A Time Travel Adventure For 8 - 10 Year Old Readers
Copyright 2015: Siramarti Publishing St George Pty Ltd
Cover design: Kate Downey
SHEEPSKNEE AND THE SEA OF POSSIBILITY
'We’re lost!' said Mr McIntosh in a triumphant voice. 'I knew we could do it. Now you guys can decide where to go next.'
His three children, Clara, Kyran and Scottie, peered out of the car at the signpost on a crossroad that pointed in four directions: Paris France, 15,000 km; Beijing China, 9,800 km; New York USA 23,000 km; Sheepsknee Middle of Nowhere, 20 km.
In the front passenger seat their flustered mother began to rant. 'Don, you fool. Didn’t I tell you the touring advisor website said it is essential to have a GPS if you travel off the main highway in a desert? That sign is absurd, and Sheepsknee isn’t even on the map! The kids are hungry and I am exhausted.'
Her husband glowered at her. 'Stop shouting, Sandra. It will turn out fine. All we need to do is to decide which road to take.'
Twelve-year-old Clara spoke up. Clara was the eldest child. Unlike Kyran, her dark-haired, slender sister, she was plump, had steady blue eyes, lots of pale curls, and a no-nonsense kind of face. She was by far the most down-to-earth of the three children.
Just as Scottie was opening his mouth to choose New York, USA, Clara interrupted. 'Look at the signs, Dad. Sheepsknee has a camping ground, a hotel and a roadhouse. It’s getting dark. If we go there for the night we can decide where we really want to go in the morning.'
'Good thinking, sis,' agreed nine-year-old Scottie. His mother was right. He was very much in need of a hamburger.
'The road looks horribly bumpy,' remarked Kyran, whose large eyes often saw things that other people did not want to see.
Everyone stared gloomily at the track. There was a long silence.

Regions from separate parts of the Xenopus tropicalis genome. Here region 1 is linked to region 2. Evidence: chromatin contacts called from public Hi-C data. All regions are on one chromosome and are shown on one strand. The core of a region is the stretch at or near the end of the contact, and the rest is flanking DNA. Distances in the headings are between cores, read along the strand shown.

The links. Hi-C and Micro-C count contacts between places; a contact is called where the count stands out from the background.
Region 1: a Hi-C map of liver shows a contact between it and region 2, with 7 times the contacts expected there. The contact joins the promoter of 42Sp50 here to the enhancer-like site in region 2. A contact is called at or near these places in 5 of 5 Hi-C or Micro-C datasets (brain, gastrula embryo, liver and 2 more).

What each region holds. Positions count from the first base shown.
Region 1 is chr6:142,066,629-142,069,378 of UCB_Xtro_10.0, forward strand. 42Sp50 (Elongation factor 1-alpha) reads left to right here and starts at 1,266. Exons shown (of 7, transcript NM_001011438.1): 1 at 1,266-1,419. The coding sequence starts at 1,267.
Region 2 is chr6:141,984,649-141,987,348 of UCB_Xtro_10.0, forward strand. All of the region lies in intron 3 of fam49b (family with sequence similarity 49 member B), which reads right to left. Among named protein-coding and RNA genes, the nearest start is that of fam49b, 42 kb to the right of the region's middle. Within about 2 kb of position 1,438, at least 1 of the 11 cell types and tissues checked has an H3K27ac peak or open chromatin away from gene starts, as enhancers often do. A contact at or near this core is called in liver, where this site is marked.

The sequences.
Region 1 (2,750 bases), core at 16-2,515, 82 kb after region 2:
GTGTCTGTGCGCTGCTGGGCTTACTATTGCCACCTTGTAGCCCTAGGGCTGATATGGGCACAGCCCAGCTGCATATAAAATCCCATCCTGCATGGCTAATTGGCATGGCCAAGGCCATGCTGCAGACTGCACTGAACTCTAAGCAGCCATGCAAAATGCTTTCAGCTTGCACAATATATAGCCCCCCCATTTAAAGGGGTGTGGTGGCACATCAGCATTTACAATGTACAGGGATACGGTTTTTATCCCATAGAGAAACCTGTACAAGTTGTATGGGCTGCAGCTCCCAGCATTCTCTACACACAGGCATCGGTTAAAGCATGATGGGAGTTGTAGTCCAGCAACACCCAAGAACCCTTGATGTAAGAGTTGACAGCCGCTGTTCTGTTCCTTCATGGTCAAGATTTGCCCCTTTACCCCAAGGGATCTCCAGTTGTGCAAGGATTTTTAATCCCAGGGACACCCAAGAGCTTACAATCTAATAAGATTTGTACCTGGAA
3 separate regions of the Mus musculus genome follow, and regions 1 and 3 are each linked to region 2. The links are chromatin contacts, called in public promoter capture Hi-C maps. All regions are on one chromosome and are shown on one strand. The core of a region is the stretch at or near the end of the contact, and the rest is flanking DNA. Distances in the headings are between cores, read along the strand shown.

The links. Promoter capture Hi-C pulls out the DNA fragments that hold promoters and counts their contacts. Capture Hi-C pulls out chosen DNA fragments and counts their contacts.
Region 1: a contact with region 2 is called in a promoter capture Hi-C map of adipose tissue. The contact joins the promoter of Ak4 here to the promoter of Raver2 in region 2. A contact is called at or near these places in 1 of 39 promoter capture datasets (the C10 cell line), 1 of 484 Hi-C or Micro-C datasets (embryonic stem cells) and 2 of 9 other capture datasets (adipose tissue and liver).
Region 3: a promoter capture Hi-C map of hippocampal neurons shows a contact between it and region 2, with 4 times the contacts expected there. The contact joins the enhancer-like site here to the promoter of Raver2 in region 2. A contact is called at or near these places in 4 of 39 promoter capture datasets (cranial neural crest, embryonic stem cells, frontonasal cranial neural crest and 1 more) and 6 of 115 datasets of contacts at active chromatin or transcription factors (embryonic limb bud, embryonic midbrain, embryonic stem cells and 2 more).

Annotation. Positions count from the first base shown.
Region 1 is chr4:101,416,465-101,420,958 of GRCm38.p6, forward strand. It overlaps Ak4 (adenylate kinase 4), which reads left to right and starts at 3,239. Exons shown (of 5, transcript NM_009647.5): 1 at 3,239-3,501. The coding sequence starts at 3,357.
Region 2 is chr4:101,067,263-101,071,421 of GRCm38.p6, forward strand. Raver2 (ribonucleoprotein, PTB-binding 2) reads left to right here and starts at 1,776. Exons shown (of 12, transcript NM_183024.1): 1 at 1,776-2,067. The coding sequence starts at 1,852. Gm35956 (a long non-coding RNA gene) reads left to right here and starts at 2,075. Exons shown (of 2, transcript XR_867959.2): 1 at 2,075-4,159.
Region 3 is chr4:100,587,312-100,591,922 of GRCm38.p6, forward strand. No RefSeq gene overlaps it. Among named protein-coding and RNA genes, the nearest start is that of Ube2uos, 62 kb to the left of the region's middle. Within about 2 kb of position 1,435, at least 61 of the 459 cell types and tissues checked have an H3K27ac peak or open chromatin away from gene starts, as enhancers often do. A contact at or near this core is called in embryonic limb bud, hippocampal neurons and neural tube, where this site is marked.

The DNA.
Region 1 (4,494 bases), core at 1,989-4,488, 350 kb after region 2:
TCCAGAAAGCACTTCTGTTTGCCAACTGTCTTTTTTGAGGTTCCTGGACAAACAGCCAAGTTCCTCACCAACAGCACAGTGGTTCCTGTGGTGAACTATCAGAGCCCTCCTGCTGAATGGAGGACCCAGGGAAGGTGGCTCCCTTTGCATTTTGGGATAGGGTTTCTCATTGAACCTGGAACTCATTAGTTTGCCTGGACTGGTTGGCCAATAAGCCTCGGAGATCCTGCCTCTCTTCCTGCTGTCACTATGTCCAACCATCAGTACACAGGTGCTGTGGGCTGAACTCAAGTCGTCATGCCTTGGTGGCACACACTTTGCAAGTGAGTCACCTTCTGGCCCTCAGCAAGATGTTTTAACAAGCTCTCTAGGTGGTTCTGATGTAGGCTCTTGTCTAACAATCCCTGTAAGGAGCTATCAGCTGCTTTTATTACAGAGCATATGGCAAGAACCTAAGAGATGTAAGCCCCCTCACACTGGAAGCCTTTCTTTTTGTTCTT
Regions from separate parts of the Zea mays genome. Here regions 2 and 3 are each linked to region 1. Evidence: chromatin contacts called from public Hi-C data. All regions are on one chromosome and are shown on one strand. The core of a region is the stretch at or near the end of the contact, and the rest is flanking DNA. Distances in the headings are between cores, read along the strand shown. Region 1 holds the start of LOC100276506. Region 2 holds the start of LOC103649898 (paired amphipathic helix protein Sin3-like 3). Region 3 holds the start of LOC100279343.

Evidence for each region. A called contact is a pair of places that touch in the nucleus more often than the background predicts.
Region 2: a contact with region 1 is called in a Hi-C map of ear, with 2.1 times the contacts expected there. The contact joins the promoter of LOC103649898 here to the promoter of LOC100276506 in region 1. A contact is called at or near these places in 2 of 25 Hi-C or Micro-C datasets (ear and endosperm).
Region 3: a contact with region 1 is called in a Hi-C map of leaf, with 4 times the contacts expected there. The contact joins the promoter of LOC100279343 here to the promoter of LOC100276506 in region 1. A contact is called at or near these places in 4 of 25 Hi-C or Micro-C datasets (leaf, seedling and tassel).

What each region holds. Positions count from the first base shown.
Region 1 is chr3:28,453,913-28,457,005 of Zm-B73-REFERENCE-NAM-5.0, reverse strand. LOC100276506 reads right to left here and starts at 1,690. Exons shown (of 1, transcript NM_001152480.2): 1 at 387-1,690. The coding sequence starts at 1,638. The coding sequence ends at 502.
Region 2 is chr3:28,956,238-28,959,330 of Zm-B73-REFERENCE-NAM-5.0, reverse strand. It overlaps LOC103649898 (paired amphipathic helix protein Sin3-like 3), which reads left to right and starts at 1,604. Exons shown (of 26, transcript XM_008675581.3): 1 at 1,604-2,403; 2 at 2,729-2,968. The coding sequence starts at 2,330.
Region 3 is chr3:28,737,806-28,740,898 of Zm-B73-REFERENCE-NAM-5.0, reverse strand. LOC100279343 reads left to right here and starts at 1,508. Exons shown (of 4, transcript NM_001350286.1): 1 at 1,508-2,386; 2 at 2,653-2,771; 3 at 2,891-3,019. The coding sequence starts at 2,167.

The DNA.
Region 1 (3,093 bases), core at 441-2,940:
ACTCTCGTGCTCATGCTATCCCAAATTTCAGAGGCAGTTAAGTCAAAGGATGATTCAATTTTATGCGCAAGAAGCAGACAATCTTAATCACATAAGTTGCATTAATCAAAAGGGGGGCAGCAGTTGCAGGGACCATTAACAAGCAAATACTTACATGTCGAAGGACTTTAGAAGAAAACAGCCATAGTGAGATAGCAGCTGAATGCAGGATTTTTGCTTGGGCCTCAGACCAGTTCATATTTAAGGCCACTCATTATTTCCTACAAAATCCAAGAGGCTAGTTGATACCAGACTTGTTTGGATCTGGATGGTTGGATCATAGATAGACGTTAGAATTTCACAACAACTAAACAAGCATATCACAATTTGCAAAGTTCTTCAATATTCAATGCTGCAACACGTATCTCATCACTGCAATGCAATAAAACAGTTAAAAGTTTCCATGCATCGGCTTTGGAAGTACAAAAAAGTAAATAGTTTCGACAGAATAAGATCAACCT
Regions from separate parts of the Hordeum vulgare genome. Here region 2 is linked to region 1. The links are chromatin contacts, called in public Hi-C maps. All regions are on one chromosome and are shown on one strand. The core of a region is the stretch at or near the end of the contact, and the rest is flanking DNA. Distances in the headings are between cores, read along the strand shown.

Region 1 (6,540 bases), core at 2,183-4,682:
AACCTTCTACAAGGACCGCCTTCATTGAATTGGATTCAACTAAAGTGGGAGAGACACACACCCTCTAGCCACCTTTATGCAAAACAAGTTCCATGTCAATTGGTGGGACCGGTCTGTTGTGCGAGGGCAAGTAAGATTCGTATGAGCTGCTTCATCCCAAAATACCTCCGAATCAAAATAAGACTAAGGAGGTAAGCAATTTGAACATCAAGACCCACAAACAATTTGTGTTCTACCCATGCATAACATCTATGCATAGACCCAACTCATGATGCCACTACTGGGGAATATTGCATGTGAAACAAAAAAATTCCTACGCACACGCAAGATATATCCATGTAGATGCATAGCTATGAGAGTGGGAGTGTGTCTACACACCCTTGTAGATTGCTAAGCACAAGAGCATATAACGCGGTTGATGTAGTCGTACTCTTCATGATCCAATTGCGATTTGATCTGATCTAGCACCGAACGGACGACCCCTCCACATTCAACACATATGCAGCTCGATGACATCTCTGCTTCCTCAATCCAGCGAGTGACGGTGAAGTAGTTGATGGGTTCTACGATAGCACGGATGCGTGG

'It’s the only thing we can do,' Mrs McIntosh muttered resentfully.
'All agreed,' shouted her husband happily. 'Sheepsknee, here we come!'
He threw the old campervan into gear and it lurched off down the red desert road that led to the small Australian Outback town of Sheepsknee.
Although it was only twenty kilometres, the journey was long and uncomfortable. The track was filled with ruts and potholes, and kangaroos kept jumping in front of the van so that they had to drive at a snail’s pace.
Evening had fallen by the time they reached the edge of Sheepsknee. They could see the town only dimly. It was much bigger and tidier than they had imagined. A line of wooden houses, with iron roofs and neat gardens and clotheslines, faced the road on each side. It looked peculiarly clean because there was no sign of the fine red dust that usually covered every Australian desert building. There were no beer cans littering the gutters, no rusted machinery or discarded tyres in vacant allotments.
'Well, this is nice,' said Mrs McIntosh hopefully. 'Why it’s hardly an Outback town at all. Quite civilised really. Maybe they will have proper flush toilets.'
'I wouldn’t bet on it, Mum,' grinned Scottie. He knew his mother disliked holidays that took them away from the comforts of city life, and it annoyed him. He wished she were more like his carefree father who had been a mountaineer and world traveller before he married. Scottie hoped he would grow up to be like his father.